• There has been a rat in our house. He is pretty brazen; thinks he owns the place. One morning when my eyes were still a little blurry before the coffee had done its magic, it skittered across the counter top and jumped off, then ran right under my feet and into the living room. Needless to say, we are all pretty much skeeved out and determined for this rat to never ever EVER AGAIN set foot in this house. 
  • My children have been making breakfast in the mornings. It is Chinese New Year break so we have not been getting up for school, and they are surprising me with the kind of meals they can pull off. I was encouraged to realize that even if I don't spend a ton of time walking them through step by step tutorials on how to bake, cook, etc., just by proximity and the amount of time they spend watching me do it all, they are picking things up. So in the past week we have had pancakes, ham and cheese egg sandwiches, french toast, and one muffin attempt. The fractions were going well until 3/4 cup milk became 3 cups of milk out of 4. And the oven does not work just by matter of placing something inside it, you must turn it on. Still, I think it's clear that lessons are being learned. And they are having a ton of fun...and their chests stick out a little further each morning as they roll their creation out of the kitchen.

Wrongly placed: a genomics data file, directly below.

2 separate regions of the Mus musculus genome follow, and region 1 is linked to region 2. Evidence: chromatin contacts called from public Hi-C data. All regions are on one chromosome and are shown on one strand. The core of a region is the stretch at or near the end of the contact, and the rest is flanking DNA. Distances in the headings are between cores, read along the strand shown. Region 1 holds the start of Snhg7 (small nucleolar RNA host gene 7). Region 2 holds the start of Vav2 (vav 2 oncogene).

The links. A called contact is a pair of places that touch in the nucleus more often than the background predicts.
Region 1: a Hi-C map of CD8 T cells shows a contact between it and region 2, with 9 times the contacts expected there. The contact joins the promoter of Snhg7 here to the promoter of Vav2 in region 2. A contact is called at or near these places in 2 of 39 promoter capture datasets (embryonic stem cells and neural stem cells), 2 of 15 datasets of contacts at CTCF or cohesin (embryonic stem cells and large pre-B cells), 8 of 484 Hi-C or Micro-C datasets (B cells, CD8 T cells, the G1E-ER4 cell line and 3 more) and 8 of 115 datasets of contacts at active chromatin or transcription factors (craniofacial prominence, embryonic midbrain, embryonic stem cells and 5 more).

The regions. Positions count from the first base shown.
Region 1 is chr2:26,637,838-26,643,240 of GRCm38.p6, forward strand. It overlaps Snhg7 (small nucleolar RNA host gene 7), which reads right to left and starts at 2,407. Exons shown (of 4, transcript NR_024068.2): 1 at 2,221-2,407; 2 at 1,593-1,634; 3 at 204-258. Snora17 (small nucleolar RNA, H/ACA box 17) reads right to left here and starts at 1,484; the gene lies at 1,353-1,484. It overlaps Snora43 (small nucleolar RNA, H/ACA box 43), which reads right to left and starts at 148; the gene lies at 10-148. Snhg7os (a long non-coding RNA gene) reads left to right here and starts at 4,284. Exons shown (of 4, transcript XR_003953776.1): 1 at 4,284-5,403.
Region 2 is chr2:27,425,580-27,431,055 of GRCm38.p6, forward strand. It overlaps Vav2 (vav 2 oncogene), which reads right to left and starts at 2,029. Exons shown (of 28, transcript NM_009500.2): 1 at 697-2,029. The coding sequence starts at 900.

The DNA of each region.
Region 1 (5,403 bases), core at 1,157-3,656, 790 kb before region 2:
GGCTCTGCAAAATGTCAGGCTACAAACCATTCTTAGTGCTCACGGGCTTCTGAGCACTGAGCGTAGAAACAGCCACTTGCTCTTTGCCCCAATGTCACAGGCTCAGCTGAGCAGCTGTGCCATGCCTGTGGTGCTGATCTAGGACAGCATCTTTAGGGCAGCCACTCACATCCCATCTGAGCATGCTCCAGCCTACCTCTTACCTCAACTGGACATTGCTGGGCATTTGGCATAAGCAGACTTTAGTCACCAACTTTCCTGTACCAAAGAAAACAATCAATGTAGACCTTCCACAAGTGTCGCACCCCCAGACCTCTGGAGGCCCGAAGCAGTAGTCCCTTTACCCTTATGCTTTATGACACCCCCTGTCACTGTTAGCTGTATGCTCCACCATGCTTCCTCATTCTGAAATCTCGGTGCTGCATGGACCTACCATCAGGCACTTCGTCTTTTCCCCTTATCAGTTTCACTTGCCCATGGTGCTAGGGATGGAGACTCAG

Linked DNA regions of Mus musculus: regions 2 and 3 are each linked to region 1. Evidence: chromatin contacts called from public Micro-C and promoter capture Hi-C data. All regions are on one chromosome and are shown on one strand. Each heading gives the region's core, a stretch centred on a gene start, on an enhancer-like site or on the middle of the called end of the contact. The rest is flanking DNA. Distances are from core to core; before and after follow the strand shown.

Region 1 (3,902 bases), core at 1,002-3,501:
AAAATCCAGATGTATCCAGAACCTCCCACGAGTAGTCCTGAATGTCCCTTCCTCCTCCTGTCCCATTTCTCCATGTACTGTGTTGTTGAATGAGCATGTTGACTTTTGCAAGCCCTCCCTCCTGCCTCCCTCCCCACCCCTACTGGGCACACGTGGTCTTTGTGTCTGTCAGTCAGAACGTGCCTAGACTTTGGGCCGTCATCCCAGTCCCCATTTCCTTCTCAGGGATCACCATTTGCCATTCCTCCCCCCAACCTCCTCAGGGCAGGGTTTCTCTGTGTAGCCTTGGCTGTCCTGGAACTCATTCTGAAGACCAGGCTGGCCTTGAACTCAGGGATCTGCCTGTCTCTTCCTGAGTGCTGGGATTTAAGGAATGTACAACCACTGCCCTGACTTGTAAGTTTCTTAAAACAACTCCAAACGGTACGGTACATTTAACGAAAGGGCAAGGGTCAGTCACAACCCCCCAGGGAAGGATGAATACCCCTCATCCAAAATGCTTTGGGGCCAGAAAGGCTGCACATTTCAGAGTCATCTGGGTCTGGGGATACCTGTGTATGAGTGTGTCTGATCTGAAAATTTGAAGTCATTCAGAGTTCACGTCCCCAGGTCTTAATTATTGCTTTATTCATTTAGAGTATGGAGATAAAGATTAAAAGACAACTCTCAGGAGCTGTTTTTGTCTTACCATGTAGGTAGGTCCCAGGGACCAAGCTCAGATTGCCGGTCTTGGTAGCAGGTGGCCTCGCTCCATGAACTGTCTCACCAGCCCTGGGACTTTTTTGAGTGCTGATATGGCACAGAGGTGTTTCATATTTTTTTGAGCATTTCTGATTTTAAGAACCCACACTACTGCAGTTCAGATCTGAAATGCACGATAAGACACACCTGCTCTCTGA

• Social media is driving me crazy. It's just driving me crazy. I have pulled out before, "fasted" from it. But right now I just feel resigned and lethargic about it. The complaining. The negativity. The insensitivity. The look-at-me-ness of it. The sheer amount of thought that should be kept private or between two people that gets exposed to the world. It's all part of the price we pay to "keep in touch" I suppose.